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WYSO's Lewis Wallace interviewing Trotwood-Madison High School teacher Alicia Pagan.00000173-90ba-d20e-a9f3-93ba72ce0000Graduating Latino is WYSO's series on education for Latino students in the Miami Valley, produced in partnership with Think TV. It's part of the public media initiative American Graduate, which is funded by the Corporation for Public Broadcasting.In much of the Miami Valley the Latino population has gone from about 2 percent in the mid-2000s, to 4 percent now. Around half the local Latino population is from Mexico, which means the other half represent a big cross-section: many Puerto Ricans, and people from Central and South America. The population is a mix of foreign-born and U.S.-born representing a diverse set of experiences.The launching point for this series is a persistent disparity in high school graduation rates between white and Latino students. In 2012 the graduation rate for white students in Ohio was 86 percent; for Latinos, it was 68, and for Black students it was 61 percent. Those racial and ethnic disparities also exist nationally, but the white/Hispanic disparity is much wider in Ohio than in the nation.Some local districts, especially Dayton, are looking at low graduation rates across the board. Latino kids fall through the cracks, but they’re not the only ones.The good news is, dropout rates in this country have been falling for decades now—for all students, and for Latinos especially. The percentage of Latino high schoolers to drop out completely went from 40 percent in 1972 to 15 percent in 2012. In the process of reporting these series we’ve met a lot of kids who are doing great, graduating and going to college. We also found that many of the kids who do drop out or don’t graduate on time are dealing with the same issues: the need to support their families, a belief that they can’t go on to college, or overwhelming life circumstances.The stories will range from preschool and kindergarten readiness to bilingual education to personal profiles of people dealing with not having legal status while trying to go to school. We’ll also hear about positive programs like El Puente in the Twin Towers neighborhood, Springfield’s Hispanic Outreach Program and a group of Puerto Rican Engineers working to mentor kids. We’ll visit high schools in Dayton and Trotwood. It’s by no means comprehensive, but we hope it will show a slice of what’s going on in this rich and diverse community.Look for stories from our whole news team from April 13-24 in our weekday news shows, Morning Edition and All Things Considered, as well as online every day. You can also access local stories from WYSO through your smartphone on wyso.org or through the free app NPROne.00000173-90ba-d20e-a9f3-93ba72cf0001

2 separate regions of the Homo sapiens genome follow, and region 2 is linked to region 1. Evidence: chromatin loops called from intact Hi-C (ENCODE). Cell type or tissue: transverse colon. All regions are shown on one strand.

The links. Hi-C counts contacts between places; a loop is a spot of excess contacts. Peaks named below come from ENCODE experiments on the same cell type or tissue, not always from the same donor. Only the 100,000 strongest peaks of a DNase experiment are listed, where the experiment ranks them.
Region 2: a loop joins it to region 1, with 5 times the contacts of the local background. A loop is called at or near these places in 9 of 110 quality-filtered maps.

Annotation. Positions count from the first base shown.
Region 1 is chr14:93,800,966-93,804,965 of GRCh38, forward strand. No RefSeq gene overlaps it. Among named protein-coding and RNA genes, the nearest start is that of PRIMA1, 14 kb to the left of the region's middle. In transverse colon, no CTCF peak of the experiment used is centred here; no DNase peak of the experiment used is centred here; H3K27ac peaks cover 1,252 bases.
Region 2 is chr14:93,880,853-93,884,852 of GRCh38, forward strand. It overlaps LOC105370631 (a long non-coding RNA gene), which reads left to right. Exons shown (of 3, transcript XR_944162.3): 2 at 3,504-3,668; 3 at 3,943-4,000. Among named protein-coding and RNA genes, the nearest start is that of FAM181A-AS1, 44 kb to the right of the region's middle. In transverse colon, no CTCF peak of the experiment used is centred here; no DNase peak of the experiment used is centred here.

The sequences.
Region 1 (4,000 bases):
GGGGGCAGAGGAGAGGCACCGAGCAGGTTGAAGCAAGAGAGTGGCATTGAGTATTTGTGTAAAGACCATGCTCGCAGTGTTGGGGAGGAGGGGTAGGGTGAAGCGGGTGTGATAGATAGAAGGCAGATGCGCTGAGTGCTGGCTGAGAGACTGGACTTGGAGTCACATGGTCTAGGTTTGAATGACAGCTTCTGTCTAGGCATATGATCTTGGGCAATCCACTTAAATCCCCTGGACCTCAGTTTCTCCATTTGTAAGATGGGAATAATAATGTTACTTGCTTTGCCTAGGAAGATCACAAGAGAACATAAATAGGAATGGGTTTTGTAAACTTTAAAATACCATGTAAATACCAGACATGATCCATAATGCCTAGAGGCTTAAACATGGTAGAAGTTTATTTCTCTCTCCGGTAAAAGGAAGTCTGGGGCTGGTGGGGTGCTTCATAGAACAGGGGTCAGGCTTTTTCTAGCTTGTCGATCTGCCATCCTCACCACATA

A Teacher In Trotwood Tries To Bridge Multiple Gaps

Marcus Jordan is a senior at Trotwood-Madison High School. latino
Juliet Fromholt
Marcus Jordan is a senior at Trotwood-Madison High School.

Today in Graduating Latino, we head to Trotwood—a community that’s trying to get on its feet after years of losing jobs and industry. At Trotwood-Madison High School, teachers are scrambling to help struggling students. But in this case, the Latino population is very small, just over one percent.

One Spanish teacher, Alicia Pagan is trying to bridge the gaps between Latino and Black students—while dealing with even bigger problems.

“When I come in the classroom at the beginning of the year I say, Hola! Me llamo Elba Alicia Lowrance Lopez Pagan Acevedo Martinez Gonzalez Rodriguez,” Pagan says. She’s performative and colorful, with one braid hanging to the side. “After the kids pick the jaw up off the floor, I say, go home and go ask your parents your song of your heritage, ‘cause that’s mine.”

Alicia Pagan is a Spanish teacher at Trotwood-Madison. She uses her classroom to try to teach about Latino cultures.
Credit Juliet Fromholt / WYSO
Alicia Pagan is a Spanish teacher at Trotwood-Madison. She uses her classroom to try to teach about Latino cultures.

Pagan is on a mission to get her mostly-Black classes totally engaged with Latino culture—and she says sometimes it’s hardest to get Latino kids to speak up.